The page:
h <- hist(x.trunc, breaks=bins, plot=FALSE)
hist(x, breaks=bins, freq=FALSE, ylim=c(0, max(h$density)), col="#e0e0e0",
     main="Histogram of X and its truncated version")
plot(h, add=TRUE, freq=FALSE, col="#2020ff40")

abline(v = c(a,b), lty=3, lwd=2)
mtext(c(expression(a), expression(b)), at = c(a, b), side=1, line=0.25)
  • $\begingroup$ this answer is literally amazing. $\endgroup$ Commented Feb 9, 2021 at 21:53

whuber has given you a general answer showing the overall technique. I will give you a shorter answer that focuses only on your specific case. Note that there is an answer to a similar question (using the same method but for the truncated normal distribution) here.

You have already pointed out the technique of inverse-transform sampling, which involves generating a random quantile from the uniform distribution $U \sim \text{U}(0,1)$. When sampling within a truncated interval, you need merely adjust this procedure so that you generate a random quantile over the range of allowable quantiles for the truncated interval, giving a restricted random quantile $R \sim \text{U}(q_\min,q_\max)$.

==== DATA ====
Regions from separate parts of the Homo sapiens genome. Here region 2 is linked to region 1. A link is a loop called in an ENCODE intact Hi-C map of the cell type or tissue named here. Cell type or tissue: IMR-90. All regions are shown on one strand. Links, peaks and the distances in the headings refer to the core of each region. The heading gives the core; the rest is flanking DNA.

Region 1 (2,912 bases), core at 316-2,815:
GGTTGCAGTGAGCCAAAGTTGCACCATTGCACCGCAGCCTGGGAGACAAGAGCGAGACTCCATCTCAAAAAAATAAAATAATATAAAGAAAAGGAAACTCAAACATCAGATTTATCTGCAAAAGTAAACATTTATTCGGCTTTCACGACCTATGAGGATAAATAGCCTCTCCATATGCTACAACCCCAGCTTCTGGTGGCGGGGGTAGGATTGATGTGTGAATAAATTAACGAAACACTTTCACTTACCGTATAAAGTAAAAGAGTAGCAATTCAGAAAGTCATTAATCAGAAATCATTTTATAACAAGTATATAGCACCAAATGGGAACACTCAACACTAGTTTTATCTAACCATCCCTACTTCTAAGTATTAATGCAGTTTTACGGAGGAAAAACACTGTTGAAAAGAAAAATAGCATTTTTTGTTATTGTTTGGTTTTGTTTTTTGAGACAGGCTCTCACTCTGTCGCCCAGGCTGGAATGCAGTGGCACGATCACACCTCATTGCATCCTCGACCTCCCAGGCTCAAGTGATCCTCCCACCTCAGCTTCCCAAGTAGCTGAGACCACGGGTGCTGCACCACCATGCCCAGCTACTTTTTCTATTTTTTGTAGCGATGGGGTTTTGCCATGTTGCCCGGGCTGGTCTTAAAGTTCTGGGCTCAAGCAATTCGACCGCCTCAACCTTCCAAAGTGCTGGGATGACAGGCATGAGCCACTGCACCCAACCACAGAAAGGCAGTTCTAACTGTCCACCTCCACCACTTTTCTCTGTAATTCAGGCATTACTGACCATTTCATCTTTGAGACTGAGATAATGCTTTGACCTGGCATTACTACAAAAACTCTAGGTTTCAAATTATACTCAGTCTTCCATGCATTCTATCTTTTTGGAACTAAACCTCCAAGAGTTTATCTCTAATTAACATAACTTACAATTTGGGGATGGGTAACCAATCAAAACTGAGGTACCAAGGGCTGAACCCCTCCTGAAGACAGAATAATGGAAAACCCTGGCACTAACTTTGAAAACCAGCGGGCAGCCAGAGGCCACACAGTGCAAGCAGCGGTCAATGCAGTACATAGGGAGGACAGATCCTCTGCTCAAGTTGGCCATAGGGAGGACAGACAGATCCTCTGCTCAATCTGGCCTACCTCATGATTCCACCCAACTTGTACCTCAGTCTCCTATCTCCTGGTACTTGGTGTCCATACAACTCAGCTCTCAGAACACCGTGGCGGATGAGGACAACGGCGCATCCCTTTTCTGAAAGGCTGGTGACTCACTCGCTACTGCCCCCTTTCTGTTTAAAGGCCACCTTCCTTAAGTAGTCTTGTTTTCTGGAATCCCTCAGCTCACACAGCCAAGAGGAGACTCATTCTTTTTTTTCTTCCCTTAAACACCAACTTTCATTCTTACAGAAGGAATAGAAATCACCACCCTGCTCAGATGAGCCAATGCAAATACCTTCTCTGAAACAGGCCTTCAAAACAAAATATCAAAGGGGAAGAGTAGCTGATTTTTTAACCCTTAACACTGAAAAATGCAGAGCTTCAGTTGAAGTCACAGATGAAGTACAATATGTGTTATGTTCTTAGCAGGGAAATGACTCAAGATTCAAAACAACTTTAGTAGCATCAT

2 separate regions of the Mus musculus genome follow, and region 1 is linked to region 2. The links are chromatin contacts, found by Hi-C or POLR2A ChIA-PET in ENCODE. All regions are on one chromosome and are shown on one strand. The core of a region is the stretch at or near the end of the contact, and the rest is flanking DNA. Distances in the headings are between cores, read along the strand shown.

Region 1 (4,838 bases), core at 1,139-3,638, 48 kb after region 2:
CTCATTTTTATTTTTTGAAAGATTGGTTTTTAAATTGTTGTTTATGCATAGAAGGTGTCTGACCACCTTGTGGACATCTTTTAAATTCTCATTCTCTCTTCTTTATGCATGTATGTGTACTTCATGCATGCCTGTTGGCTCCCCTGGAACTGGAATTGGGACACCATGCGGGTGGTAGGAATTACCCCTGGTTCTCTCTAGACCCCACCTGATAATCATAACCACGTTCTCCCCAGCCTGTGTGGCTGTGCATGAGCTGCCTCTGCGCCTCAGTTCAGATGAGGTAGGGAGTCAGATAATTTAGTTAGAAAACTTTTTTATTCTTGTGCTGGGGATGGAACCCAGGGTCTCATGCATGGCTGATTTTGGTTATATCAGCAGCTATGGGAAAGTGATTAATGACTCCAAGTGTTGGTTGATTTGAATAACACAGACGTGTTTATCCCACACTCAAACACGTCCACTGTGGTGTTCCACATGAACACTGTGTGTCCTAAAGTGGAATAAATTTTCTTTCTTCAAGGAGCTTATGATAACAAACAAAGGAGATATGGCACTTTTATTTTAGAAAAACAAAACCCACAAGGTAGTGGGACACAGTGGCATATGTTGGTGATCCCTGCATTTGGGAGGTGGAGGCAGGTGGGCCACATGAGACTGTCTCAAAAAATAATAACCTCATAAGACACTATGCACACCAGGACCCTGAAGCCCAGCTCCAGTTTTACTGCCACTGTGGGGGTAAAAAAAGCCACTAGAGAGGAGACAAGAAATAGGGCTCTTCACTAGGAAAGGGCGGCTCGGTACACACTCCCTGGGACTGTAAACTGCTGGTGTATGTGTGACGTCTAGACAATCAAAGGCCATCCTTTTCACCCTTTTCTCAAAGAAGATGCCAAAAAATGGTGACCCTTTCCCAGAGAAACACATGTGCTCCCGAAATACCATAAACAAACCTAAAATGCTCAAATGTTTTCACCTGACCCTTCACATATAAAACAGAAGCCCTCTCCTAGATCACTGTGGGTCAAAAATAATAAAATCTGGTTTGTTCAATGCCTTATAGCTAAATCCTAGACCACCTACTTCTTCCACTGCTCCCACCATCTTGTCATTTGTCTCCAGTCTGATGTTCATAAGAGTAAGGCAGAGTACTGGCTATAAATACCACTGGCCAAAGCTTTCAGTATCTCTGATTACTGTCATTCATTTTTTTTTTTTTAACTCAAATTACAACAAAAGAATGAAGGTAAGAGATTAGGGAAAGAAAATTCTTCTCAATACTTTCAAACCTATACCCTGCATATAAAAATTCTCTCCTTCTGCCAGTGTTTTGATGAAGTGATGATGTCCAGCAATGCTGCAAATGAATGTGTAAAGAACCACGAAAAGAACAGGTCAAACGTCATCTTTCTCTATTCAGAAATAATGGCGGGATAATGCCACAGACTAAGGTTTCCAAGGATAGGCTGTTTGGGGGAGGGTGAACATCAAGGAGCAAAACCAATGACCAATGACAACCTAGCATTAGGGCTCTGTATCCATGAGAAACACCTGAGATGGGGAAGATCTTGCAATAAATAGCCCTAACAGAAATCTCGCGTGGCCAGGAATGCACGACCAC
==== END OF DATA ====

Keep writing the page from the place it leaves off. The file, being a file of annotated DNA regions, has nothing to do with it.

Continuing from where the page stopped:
Now, if $X \sim \text{Exp}(\lambda)$ then the relevant quantile values are obtained by substituting the boundaries of the interval into the CDF, giving:$^\dagger$

$$q_\min = F(t_\min) = \exp(-\lambda t_\min) \quad \quad \quad q_\max = F(t_\max) = \exp(-\lambda t_\max).$$

Since $R \sim \text{U}(q_\min,q_\max)$ we can obtain this value from the random variable $U \sim \text{U}(0,1)$ using the transformation:

$$\begin{align} r &= q_\min + u (q_\max - q_\min) \\[6pt] &= \exp(-\lambda t_\min) + u (\exp(-\lambda t_\max) - \exp(-\lambda t_\min)). \\[6pt] \end{align}$$

Thus, inverse-transformation sampling gives the formula used by the software:

$$\begin{align} x &= -\frac{1}{\lambda} \ln (r) \\[6pt] &= -\frac{1}{\lambda} \ln \bigg( \exp(-\lambda t_\min) + u (\exp(-\lambda t_\max) - \exp(-\lambda t_\min)) \bigg). \\[6pt] \end{align}$$

$^\dagger$ Here I am making use of the fact that the distribution is continuous to gloss over a slight complication; see whuber's answer for more detail on the general case.

  • $\begingroup$ a very beautiful and useful answer as well. $\endgroup$ Commented Feb 9, 2021 at 23:17
  • $\begingroup$ just a minor point: the last equation might missing the negative sign? $\endgroup$ Commented Feb 10, 2021 at 9:34
  • $\begingroup$ The point isn't quite that minor, because the wrong expression for $F$ was used here. The correct one is $F(t)=1-\exp(-\lambda t).$ $\endgroup$
    – whuber
    Commented Feb 10, 2021 at 14:06